Tag: "mo sb 42"

Posted February 4, 2017 by htrostle

The Colorado Senate Business, Labor, & Technology Committee will soon consider the proposed repeal of the state’s restriction on municipal networks. Under current state law, known as SB 152, local governments are not permitted to pursue a municipal network without first holding a referendum.

The Senate Business, Labor, & Technology committee will hold a hearing on the bill on February 13, 2017 at 2 p.m. The full text of the proposed repeal can be found on the Colorado General Assembly’s website.

Accepting Remote Testimony

Folks around Colorado can make their opinion heard without having to trek to the capitol. The committee will accept remote testimony on the issue. Those who wish to speak must register online in advance and choose from specific locations that have reliable connectivity. All of the remote testimony locations are colleges: Adams State, Mesa State, Fort Lewis College, Otero Junior College, and Trinidad State.  

Save Money, Restore Local Control

Senators Kerry Donovan and Lucia Guzman proposed SB 42 to repeal the onerous requirements of SB 152 and to restore local control to the city and county governments. Several communities that Senator Donovan represents have already held expensive referenda on the issue, and all have reclaimed local authority.

At this point, more than a third of all counties in the state have “opted out” of SB 152. To learn more about the state restriction and how almost one hundred communities have restored local authority, listen to the the Building Local Power podcast Episode 5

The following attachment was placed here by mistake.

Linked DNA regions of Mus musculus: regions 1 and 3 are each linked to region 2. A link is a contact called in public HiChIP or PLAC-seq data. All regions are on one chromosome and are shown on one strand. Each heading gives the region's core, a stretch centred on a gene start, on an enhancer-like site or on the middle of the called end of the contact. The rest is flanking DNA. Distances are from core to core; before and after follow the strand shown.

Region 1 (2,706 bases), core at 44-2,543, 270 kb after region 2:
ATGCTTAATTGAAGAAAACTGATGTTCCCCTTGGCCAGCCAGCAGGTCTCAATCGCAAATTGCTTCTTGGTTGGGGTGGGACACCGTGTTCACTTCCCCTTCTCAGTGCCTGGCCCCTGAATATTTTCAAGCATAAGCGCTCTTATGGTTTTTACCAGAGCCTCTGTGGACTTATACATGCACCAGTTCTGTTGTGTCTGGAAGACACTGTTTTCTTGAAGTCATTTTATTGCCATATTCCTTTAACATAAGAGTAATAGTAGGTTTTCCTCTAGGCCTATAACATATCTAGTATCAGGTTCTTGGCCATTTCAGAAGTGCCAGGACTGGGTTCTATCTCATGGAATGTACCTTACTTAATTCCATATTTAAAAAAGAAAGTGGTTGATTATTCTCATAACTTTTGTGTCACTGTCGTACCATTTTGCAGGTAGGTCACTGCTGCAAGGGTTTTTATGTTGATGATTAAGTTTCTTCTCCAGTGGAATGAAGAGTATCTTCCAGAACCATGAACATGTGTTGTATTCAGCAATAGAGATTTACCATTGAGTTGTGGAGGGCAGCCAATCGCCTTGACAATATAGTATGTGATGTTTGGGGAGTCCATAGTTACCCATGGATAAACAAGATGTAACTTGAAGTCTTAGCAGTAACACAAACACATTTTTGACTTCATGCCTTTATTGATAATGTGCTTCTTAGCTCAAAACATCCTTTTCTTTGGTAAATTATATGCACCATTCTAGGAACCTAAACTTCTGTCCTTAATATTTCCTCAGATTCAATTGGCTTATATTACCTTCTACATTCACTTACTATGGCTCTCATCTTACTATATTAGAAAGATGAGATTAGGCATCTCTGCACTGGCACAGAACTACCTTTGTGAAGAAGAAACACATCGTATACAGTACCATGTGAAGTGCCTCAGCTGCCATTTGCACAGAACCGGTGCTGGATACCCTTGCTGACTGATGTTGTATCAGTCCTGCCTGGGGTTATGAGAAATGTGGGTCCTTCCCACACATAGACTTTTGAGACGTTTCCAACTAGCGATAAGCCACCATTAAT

Posted January 17, 2017 by lgonzalez

As legislators in Virginia and Missouri consider bills attacking municipal networks, two Colorado legislators have introduced a bill to repeal its restrictive state law.

Take It Away

Democratic Senators Kerry Donovan and Lucia Guzman’s bill, SB 42, calls for “the repeal of existing restrictions on the ability of a local government to provide certain electronic communications services.” The bill is now in the Senate Business, Labor, and Technology Committee.

The bill would eliminate the need for local communities to hold expensive referendums to ask voters to opt out of SB 152, a bill passed in 2005 and lobbied heavily by national providers. When SB 152 passed, it effectively stole local authority from local communities who wanted to decide for themselves whether or not they wanted to invest in local Internet infrastructure. By opting out, communities reclaim local telecommunications authority. 

The Sponsors

Donovan represents several counties that have already opted out of SB 152, such as Pitkin, Gunnison and Eagle, in addition to several others that are still under the control of the law. Guzman is the Senate Minority Leader and represents Denver County, which has not yet addressed the opt out question. Together they represent bother urban and rural regions.

Voters Want Out

Since 2008, ninety-five communities in Colorado have held expensive referendums and all chose to opt out. Opting out of SB 152 does not necessarily mean that a municipality or local government intends to invest in publicly owned Internet infrastructure. A number of communities have expressed that their intention is to simply reclaim a right taken away from the state in 2005 so they can have more flexibility and local control. Other communities, like Rio Blanco County, Estes Park...

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